Peralta's attempt to distinguish Othoudt on the ground that it dealt with suppression of evidence pursuant to the exclusionary rule of the Fourth Amendment is misdirected. The Othoudt case specifically indicates the standard for reviewing pretrial decisions to suppress evidence turns on whether the facts are in dispute. Othoudt, 482 N.W.2d at 221. It does not link the standard of review with the rationale asserted for the suppression of the evidence.

In the present case, the facts were not in dispute. Both parties agreed on the content of Peralta's statements at the plea hearing. The trial court's decision to suppress the statements did not turn on an analysis of the facts; rather, it was a legal determination of whether Minn. R. Evid. 410 and Minn. R. Crim. P. 15.06 required exclusion of Peralta's statements. Thus, our standard of review is de novo as set out in Othoudt.

2. Use of withdrawn guilty plea in subsequent perjury prosecution

The district court held Minn. R. Evid. 410, Minn. R. Crim. P. 15.06, and the Minnesota Supreme Court's holding in State v. Jackson, 325 N.W.2d 819 (Minn. 1982), prohibit the use of Peralta's withdrawn guilty plea in a subsequent perjury prosecution. The state makes numerous arguments to the contrary. First, it argues the admissibility of withdrawn guilty pleas in subsequent perjury proceedings is not governed by existing Minnesota caselaw. Second, it contends the evidentiary and procedural rules only prohibit the use of withdrawn guilty pleas in the original criminal action, not in a subsequent perjury prosecution. Finally, the state argues if the rules of evidence and procedure are interpreted to be in conflict with Minn. Stat. § 609.48 (1996), the statute takes precedence over the rules and permits admission of the withdrawn plea.

The state is correct that there are no Minnesota cases directly addressing the use of a withdrawn plea in a subsequent perjury prosecution. The most relevant Minnesota case is Jackson. In Jackson, the supreme court held, under caselaw and Minn. R. Evid. 410, that a defendant's statements during a presentence investigation made in conjunction with a withdrawn plea agreement were inadmissible in a subsequent trial. Jackson, 325 N.W.2d at 822. The court reasoned that, once withdrawn, the plea and statements made with respect to the plea are “a nullity ab initio and to allow evidence of [them] is inconsistent with [their] legal obliteration.” Id.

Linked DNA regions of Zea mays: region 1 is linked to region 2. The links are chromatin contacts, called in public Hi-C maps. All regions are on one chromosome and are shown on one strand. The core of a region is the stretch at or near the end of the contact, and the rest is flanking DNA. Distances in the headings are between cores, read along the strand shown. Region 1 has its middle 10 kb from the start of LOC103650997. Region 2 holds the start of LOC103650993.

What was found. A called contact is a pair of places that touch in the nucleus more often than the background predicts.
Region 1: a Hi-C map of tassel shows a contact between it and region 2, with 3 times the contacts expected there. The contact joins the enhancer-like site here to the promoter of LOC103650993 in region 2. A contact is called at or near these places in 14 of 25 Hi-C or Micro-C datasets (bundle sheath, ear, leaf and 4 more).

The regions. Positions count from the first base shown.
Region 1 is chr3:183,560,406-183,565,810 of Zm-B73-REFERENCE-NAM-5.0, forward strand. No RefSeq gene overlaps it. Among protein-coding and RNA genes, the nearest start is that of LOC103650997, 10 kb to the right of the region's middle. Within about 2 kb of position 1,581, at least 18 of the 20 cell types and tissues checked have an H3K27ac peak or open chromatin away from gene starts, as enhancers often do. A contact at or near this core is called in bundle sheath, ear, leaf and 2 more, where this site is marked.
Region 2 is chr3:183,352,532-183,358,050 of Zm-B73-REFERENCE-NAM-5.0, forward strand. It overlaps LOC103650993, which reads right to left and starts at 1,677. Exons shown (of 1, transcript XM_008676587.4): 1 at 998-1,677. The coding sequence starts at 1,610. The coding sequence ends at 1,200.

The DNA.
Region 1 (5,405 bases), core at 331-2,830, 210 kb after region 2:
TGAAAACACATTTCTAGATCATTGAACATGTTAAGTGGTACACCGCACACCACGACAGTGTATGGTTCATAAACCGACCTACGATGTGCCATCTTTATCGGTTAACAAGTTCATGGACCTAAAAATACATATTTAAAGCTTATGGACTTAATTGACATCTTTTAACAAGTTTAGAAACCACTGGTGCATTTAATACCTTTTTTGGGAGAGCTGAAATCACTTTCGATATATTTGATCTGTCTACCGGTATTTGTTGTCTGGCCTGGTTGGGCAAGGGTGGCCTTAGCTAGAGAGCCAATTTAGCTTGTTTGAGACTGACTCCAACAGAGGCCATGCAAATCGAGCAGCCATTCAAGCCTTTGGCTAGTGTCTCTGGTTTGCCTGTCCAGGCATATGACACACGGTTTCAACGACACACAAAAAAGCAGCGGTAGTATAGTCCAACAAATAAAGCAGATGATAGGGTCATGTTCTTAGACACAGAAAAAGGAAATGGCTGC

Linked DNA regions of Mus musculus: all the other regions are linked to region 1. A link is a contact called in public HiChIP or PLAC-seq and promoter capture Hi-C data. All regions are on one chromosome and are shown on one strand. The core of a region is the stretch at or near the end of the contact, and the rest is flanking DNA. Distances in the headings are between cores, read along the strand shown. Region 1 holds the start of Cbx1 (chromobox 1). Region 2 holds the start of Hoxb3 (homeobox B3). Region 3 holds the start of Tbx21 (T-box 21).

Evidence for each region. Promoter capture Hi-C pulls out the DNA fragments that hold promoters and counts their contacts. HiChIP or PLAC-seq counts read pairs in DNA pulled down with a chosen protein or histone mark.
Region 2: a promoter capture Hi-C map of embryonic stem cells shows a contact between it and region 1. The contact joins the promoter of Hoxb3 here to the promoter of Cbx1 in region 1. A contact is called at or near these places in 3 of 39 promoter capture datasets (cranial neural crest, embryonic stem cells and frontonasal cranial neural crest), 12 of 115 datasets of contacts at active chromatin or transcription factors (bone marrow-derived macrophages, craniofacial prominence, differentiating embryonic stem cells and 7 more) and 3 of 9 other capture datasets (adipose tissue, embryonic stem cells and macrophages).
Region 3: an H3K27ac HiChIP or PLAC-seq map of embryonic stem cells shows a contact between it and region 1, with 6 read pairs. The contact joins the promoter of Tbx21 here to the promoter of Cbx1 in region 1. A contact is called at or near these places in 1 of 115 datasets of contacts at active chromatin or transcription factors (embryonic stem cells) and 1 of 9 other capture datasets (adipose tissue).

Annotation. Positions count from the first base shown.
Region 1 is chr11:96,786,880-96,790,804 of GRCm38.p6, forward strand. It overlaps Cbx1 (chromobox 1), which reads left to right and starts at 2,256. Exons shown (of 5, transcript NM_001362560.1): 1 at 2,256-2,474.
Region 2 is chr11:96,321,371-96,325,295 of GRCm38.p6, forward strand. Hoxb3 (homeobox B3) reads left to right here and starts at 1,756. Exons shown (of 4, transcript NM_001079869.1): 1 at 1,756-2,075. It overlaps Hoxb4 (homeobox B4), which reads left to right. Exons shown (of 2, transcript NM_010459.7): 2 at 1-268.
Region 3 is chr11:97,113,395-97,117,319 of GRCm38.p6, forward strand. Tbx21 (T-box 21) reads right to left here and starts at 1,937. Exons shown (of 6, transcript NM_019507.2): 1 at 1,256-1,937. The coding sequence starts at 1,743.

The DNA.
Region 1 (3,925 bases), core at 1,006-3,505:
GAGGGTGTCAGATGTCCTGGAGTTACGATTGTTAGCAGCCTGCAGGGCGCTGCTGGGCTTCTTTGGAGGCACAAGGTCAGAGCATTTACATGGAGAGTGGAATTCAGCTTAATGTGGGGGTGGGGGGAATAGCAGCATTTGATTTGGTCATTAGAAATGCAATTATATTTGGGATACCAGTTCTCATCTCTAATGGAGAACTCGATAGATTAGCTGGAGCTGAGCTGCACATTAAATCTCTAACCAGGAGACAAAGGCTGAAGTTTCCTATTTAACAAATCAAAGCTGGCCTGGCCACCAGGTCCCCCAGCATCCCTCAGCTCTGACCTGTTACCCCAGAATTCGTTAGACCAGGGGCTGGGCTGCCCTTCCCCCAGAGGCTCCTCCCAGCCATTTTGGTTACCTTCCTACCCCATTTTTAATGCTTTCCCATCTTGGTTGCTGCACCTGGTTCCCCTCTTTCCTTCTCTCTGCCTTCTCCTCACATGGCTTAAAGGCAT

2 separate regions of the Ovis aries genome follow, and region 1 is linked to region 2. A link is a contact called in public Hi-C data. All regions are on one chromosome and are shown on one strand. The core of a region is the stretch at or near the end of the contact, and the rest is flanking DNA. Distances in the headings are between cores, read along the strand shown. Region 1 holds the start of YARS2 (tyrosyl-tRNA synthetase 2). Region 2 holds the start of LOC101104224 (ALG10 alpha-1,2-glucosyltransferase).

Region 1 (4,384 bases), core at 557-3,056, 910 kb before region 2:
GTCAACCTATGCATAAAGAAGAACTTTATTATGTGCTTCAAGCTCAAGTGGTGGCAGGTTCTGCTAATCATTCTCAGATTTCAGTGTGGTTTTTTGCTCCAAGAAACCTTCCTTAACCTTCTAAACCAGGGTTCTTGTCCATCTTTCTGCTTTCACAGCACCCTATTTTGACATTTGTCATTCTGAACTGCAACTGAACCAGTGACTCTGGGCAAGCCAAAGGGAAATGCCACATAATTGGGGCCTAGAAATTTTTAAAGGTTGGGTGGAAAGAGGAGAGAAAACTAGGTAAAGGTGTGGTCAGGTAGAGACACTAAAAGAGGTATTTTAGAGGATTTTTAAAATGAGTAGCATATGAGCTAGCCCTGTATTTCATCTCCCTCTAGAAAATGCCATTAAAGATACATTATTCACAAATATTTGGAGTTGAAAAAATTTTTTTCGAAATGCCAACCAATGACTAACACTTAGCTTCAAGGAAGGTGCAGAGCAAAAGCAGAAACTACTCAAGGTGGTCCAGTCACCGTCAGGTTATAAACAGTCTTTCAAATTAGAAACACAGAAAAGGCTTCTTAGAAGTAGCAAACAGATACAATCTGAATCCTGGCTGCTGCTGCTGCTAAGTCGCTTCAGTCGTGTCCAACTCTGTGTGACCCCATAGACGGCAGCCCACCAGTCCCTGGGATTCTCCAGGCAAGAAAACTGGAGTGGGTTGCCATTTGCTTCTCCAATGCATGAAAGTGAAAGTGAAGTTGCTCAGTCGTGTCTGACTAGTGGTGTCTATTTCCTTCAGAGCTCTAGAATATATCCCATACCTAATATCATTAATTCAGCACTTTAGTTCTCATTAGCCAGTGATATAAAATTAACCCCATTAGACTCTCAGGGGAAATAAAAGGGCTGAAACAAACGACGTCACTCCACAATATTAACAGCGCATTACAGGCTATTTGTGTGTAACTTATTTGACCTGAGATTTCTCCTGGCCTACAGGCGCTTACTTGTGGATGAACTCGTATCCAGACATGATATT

Although not directly on point, Jackson provides strong direction for resolving the present question. The Jackson court unequivocally stated withdrawn guilty pleas and the in-court statements surrounding them are “legally obliterated” and are to be treated as if they were never made. Id. at 822; see also State v. Hayes, 285 Minn. 199, 201, 172 N.W.2d 324, 326 (1969) (holding admission of evidence of prior proceedings in which a plea of guilty was vacated or withdrawn is impermissible). Moreover, in dicta discussing the intention of the drafters of Minn. R. Evid. 410, the supreme court stated,

it seems reasonable to conclude that our drafters decided not to provide for either an impeachment or a perjury exception [to Rule 410]. Instead, our Rule 410 says simply that plea-related statements shall not be received.